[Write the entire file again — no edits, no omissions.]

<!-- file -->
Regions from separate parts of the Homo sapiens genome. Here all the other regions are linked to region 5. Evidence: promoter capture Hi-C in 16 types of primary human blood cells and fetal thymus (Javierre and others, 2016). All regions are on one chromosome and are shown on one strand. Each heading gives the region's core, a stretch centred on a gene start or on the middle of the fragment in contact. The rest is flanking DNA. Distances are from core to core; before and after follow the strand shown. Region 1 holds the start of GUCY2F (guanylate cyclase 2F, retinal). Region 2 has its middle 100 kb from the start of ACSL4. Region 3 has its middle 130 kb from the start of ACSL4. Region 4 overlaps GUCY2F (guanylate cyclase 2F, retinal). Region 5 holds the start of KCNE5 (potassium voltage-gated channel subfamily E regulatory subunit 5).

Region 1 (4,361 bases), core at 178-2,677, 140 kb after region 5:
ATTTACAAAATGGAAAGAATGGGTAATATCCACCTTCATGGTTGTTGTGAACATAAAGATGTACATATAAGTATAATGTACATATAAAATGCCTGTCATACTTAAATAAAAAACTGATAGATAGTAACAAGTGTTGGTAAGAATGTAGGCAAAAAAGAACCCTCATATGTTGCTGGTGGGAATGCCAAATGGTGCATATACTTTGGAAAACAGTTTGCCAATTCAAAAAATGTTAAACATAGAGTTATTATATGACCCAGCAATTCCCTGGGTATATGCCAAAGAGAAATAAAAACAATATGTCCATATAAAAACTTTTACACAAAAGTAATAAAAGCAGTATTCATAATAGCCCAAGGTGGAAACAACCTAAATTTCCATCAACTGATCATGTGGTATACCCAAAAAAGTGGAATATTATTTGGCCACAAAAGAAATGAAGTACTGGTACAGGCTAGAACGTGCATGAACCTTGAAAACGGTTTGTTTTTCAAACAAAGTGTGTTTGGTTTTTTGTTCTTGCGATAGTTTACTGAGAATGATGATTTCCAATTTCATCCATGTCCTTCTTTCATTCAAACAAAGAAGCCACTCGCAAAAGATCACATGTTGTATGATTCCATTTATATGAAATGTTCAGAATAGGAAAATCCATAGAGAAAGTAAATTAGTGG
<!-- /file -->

Regions from separate parts of the Homo sapiens genome. Here all the other regions are linked to region 5. Evidence: promoter capture Hi-C in 16 types of primary human blood cells and fetal thymus (Javierre and others, 2016). All regions are on one chromosome and are shown on one strand. Each heading gives the region's core, a stretch centred on a gene start or on the middle of the fragment in contact. The rest is flanking DNA. Distances are from core to core; before and after follow the strand shown. Region 1 holds the start of GUCY2F (guanylate cyclase 2F, retinal). Region 2 has its middle 100 kb from the start of ACSL4. Region 3 has its middle 130 kb from the start of ACSL4. Region 4 overlaps GUCY2F (guanylate cyclase 2F, retinal). Region 5 holds the start of KCNE5 (potassium voltage-gated channel subfamily E regulatory subunit 5).

Region 1 (4,361 bases), core at 178-2,677, 140 kb after region 5:
ATTTACAAAATGGAAAGAATGGGTAATATCCACCTTCATGGTTGTTGTGAACATAAAGATGTACATATAAGTATAATGTACATATAAAATGCCTGTCATACTTAAATAAAAAACTGATAGATAGTAACAAGTGTTGGTAAGAATGTAGGCAAAAAAGAACCCTCATATGTTGCTGGTGGGAATGCCAAATGGTGCATATACTTTGGAAAACAGTTTGCCAATTCAAAAAATGTTAAACATAGAGTTATTATATGACCCAGCAATTCCCTGGGTATATGCCAAAGAGAAATAAAAACAATATGTCCATATAAAAACTTTTACACAAAAGTAATAAAAGCAGTATTCATAATAGCCCAAGGTGGAAACAACCTAAATTTCCATCAACTGATCATGTGGTATACCCAAAAAAGTGGAATATTATTTGGCCACAAAAGAAATGAAGTACTGGTACAGGCTAGAACGTGCATGAACCTTGAAAACGGTTTGTTTTTCAAACAAAGTGTGTTTGGTTTTTTGTTCTTGCGATAGTTTACTGAGAATGATGATTTCCAATTTCATCCATGTCCTTCTTTCATTCAAACAAAGAAGCCACTCGCAAAAGATCACATGTTGTATGATTCCATTTATATGAAATGTTCAGAATAGGAAAATCCATAGAGAAAGTAAATTAGTGG